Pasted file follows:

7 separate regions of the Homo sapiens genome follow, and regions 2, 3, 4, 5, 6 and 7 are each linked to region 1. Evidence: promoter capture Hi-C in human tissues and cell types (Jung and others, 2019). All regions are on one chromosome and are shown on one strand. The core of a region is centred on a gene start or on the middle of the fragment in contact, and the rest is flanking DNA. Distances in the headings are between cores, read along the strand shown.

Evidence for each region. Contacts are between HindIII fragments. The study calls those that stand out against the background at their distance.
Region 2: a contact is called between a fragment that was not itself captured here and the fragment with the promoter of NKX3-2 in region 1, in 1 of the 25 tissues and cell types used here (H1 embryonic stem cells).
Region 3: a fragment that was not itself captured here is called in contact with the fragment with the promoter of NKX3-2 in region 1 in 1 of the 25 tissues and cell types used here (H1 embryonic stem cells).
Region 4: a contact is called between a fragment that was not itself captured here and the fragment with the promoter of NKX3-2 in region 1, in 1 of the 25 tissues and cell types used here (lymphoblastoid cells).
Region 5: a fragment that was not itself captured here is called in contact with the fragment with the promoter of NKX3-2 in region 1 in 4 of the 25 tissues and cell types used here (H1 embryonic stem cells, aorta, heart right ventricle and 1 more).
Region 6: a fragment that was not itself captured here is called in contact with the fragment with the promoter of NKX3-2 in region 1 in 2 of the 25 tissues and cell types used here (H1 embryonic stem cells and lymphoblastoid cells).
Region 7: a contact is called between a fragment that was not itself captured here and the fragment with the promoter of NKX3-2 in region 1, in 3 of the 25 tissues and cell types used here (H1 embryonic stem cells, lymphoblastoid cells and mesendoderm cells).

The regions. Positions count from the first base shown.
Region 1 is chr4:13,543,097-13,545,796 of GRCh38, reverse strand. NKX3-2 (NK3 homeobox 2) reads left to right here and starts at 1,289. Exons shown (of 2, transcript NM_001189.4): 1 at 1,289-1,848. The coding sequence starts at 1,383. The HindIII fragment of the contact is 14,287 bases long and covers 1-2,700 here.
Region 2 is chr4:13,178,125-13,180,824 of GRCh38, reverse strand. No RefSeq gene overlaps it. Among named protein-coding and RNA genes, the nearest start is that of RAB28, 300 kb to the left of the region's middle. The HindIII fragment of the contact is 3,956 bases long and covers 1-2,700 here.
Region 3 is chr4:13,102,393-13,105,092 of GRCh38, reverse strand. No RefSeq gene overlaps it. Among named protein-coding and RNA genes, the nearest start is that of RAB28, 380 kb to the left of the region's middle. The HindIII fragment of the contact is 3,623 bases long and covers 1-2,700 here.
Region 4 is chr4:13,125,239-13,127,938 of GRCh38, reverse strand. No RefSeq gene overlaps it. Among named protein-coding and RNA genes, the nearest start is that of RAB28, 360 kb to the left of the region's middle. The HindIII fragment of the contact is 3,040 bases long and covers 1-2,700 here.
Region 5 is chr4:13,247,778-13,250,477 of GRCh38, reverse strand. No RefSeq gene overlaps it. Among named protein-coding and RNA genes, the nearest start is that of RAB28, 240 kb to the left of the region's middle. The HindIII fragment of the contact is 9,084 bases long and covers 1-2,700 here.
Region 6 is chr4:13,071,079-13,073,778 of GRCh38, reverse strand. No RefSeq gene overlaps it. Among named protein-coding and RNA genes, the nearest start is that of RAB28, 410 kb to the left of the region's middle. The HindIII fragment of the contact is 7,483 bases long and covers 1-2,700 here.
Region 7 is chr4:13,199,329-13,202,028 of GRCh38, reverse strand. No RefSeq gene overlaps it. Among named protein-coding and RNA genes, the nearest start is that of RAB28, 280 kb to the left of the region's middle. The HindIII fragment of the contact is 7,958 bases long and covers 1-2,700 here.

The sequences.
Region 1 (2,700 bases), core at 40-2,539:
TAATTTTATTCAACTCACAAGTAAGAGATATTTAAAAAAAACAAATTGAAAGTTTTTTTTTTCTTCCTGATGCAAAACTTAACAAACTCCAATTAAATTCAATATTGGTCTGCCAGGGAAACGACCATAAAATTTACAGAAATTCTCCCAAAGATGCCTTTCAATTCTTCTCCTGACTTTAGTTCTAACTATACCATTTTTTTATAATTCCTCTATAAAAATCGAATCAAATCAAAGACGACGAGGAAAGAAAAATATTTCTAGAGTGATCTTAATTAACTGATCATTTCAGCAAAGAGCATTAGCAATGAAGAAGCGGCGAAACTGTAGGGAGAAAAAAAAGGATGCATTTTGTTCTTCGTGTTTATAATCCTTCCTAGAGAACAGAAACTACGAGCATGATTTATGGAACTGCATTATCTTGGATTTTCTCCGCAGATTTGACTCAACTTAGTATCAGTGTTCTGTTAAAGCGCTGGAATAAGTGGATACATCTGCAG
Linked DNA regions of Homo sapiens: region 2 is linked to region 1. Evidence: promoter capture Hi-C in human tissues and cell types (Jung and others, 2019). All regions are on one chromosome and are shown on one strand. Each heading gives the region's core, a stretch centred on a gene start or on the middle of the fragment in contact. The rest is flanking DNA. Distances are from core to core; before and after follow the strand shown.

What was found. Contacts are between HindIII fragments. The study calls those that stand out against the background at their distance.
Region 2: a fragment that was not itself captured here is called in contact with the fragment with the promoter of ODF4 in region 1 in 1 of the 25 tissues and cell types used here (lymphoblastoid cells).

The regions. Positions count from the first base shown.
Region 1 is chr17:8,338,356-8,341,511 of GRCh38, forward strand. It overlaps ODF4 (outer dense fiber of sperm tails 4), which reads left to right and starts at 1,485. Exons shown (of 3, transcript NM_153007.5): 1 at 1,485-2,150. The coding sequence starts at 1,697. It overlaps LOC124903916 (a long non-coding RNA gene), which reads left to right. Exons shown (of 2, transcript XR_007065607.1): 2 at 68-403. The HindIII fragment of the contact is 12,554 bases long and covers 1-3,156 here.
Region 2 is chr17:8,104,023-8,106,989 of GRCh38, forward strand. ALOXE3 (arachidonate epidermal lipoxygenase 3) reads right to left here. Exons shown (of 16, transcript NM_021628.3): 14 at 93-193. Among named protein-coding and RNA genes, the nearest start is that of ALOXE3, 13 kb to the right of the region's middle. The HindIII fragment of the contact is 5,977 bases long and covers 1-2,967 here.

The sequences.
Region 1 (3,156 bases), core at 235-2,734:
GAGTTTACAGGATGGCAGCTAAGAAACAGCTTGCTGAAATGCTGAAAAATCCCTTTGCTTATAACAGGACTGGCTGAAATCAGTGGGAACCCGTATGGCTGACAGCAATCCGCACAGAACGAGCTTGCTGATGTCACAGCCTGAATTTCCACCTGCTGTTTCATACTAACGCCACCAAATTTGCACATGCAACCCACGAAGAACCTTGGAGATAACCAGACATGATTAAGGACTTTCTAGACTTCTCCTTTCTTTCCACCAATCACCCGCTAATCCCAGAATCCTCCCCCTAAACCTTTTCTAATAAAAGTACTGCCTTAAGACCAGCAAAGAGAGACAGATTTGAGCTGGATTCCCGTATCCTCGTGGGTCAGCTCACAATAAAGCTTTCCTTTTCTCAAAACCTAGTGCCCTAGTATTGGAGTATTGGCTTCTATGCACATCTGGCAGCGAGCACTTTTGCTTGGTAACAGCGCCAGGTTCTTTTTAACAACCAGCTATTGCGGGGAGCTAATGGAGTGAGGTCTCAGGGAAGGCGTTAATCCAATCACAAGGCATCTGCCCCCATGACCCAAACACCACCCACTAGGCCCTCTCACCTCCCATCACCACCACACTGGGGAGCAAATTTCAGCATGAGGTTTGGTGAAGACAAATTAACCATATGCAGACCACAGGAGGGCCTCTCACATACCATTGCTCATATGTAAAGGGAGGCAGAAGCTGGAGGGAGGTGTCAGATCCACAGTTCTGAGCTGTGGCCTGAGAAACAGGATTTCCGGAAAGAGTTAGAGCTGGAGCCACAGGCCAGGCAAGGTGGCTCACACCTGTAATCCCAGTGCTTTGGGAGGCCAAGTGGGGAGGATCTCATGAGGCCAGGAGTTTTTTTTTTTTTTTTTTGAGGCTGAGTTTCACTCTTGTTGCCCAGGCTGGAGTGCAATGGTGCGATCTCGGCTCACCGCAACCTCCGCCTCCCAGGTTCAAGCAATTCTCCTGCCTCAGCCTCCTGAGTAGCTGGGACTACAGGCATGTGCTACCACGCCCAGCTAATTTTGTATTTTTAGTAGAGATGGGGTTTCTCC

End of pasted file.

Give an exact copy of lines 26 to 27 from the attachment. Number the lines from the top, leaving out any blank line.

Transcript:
The sequences.
Region 1 (3,156 bases), core at 235-2,734: